How I Managed to Predict Yesterday’s ISIS Cyber Attack 12 Hours Before It Occurred

Before I’m contacted by the FBI, I should explain how it happened that, over 12 hours before the ISIS cyber attack occurred, I had predicted something like it.  At the end of the blog post I put up yesterday predicting cyber attacks for 2015 (Experts Say These Are the Breaches to Expect in 2015), I put three of my own predictions. The first one was the following:

ISIS-based cyber attacks or cyber attacks launched by ISIS sympathizers may occur. These may be more irritating than destructive, as I doubt they have the resources for anything more. It could involve threats or extortion attempts.

I put the post up at about 8am European time or 2am EST. Sure, I expected that such an attack would occur or I wouldn’t have put it in writing, but no one was more surprised than I was when the ISIS attack occurred later that day.

So how did I do it? Did I have a leak from an informant? Did I have a divine revelation? Sadly, none of the above. It came down to something far more boring, pure deductive logic.

I have been following ISIS’ cyber activities for quite a while. In September, I posted an article called, ISIS and the U.S. Government Battle for the Hearts and Minds…Well, at Least the Hearts… of Potential ISIS Recruits, which explored how both sides were battling it out through social media. I also wrote a post in October on, How You Can Help the FBI Identify the Foley-Sotloff Murderer. Recently, I’ve noticed attacks, in support of ISIS, on soft targets such as schools and churches in Canada. It just seemed obvious to me that the success of these attacks could culminate in an attack on a bigger target; thus the prediction.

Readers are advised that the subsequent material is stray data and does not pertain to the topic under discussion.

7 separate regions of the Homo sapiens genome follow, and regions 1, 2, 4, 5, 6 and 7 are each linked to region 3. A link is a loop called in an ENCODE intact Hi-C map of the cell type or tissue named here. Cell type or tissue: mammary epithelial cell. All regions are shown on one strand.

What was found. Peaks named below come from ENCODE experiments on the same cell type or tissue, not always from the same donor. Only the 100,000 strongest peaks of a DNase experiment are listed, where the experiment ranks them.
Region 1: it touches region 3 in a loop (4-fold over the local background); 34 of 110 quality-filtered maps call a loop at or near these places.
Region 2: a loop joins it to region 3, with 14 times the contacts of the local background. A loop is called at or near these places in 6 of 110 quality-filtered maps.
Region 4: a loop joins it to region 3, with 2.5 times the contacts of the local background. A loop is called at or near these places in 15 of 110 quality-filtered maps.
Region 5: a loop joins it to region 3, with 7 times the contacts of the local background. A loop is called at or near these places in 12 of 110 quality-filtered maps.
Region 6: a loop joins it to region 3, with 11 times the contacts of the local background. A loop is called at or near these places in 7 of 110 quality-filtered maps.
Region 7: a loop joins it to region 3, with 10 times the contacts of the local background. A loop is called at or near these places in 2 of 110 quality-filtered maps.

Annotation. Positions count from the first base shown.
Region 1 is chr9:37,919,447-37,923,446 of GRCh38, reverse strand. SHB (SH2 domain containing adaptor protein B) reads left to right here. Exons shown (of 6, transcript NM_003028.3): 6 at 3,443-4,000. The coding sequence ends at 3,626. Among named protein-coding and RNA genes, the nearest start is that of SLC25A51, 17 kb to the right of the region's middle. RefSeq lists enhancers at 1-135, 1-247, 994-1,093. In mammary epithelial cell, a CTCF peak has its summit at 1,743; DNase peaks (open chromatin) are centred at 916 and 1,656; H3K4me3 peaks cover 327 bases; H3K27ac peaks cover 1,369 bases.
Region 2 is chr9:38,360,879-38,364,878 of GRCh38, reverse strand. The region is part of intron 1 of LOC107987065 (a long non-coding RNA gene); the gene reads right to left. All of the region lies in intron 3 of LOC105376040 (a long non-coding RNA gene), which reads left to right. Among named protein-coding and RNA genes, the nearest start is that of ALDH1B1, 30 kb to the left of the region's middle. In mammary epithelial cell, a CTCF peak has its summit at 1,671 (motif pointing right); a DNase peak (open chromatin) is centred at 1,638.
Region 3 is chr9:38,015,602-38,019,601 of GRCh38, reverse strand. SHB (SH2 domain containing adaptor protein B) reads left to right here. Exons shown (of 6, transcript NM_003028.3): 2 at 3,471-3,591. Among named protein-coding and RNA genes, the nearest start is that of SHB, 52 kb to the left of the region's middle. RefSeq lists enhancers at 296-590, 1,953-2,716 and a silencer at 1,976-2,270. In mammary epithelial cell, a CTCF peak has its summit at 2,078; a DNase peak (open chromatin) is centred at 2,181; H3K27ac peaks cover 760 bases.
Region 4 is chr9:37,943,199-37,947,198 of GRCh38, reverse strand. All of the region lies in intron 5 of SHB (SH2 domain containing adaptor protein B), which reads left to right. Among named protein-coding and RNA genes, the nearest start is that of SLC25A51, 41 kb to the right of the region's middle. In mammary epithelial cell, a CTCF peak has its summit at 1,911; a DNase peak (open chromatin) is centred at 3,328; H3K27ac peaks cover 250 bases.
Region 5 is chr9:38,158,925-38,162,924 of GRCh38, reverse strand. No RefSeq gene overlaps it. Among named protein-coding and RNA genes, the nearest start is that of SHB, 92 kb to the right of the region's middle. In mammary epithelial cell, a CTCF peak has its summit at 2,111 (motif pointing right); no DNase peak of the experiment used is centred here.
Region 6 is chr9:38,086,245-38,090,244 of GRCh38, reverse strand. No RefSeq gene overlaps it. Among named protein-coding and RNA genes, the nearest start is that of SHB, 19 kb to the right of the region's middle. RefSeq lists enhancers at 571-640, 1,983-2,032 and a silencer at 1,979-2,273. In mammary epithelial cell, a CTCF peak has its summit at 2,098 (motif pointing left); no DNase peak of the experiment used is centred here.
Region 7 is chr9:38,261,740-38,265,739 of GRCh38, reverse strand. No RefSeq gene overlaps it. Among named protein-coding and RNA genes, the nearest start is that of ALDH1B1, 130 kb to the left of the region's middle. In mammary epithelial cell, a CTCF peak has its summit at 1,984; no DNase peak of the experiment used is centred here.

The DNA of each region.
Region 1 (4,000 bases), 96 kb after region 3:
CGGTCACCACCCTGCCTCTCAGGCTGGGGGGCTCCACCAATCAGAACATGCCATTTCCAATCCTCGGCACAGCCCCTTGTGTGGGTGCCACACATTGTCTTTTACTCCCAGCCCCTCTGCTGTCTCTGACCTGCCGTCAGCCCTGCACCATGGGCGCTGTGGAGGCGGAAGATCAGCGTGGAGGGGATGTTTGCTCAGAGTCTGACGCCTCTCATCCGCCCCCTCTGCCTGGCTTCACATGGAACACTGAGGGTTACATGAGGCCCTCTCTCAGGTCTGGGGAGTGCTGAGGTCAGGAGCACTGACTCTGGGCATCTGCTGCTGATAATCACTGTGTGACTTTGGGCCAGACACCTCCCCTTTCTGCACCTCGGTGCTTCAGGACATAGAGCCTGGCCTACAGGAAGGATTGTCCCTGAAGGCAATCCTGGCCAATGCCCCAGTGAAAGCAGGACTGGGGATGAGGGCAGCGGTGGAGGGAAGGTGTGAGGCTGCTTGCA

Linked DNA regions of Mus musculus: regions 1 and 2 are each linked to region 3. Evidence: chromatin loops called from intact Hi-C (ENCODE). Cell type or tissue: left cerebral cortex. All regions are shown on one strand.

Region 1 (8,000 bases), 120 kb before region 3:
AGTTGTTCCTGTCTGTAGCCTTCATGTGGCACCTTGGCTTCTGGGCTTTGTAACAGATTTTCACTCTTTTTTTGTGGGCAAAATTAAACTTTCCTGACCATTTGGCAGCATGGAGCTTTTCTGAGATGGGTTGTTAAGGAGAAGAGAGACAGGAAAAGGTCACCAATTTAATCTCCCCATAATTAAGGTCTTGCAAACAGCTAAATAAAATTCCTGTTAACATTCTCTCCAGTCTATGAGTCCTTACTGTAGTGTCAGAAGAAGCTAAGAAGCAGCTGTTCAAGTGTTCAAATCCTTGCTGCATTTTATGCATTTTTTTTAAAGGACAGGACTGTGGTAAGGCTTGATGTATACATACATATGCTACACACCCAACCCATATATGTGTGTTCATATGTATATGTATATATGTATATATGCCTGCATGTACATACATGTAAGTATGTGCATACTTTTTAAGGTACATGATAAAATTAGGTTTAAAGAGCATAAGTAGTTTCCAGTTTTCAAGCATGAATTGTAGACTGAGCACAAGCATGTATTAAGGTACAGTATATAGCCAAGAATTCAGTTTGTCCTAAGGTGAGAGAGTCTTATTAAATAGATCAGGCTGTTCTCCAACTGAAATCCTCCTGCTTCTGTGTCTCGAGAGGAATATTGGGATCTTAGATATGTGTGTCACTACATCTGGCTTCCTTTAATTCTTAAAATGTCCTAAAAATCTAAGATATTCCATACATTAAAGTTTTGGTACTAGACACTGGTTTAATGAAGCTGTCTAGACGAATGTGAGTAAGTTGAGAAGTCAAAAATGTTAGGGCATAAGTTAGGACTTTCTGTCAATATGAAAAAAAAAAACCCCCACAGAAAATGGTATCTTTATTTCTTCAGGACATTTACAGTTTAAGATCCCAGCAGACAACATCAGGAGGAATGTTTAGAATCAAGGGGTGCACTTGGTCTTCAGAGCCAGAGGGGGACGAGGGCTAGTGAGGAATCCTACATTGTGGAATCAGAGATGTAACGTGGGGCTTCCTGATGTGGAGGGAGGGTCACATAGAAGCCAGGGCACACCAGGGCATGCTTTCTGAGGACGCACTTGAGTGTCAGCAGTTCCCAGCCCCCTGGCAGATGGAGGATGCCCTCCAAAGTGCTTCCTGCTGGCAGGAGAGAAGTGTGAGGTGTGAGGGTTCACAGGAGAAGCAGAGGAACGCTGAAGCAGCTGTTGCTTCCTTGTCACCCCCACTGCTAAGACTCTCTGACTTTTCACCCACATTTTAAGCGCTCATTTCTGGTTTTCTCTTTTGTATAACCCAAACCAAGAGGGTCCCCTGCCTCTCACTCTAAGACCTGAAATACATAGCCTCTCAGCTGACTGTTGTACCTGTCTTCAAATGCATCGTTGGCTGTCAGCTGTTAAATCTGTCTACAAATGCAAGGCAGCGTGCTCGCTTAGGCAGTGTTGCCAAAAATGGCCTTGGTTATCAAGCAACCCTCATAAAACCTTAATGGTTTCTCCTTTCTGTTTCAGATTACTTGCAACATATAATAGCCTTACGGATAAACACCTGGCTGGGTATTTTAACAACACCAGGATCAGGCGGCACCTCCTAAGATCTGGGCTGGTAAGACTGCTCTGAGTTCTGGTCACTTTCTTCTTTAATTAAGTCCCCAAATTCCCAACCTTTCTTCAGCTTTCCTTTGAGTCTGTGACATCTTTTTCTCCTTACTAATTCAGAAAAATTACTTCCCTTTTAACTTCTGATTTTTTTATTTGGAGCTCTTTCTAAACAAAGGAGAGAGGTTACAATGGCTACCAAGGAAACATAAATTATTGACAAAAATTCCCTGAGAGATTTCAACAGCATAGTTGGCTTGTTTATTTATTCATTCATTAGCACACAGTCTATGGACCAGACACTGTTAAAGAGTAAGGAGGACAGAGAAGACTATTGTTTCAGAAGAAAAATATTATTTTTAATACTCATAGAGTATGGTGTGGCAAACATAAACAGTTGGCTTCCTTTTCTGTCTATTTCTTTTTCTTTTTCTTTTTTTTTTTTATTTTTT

I wouldn’t worry much about the threats stated in these attacks. They are just bluster. The real purpose is to raise ISIS’ profile so that they can recruit more foreigners to their cause. Canada and America are main targets for this. There is also nothing particularly sophisticated in these attacks. They likely compromised some mobile device connected to a network, probably by getting someone to open an attachment or visit a bugged website sent through a phishing email. If the attackers were based in North America, which they probably are, they could avoid the problem of bad English that often gives the attacker away. But don’t think this is the end of these attacks. Just the opposite. They are probably just beginning. They will attempt to hit high profile targets because of the publicity they will receive. They will mainly be an annoyance and embarrassment, but, by luck, they may occasionally be able to retrieve more valuable information,

So, put the guns down. That’s how I managed to make this prediction. However, I can’t help but wonder about the other predictions I made.

About Steve Mierzejewski

Marketing consultant for InZero Systems, developer of the next generation in hardware-separated security, WorkPlay Technology. I've worked in Poland, Japan, Korea, China, and Afghanistan. I'm a writer, technical editor, and an educator. I also do some work as a test developer for Michigan State University.
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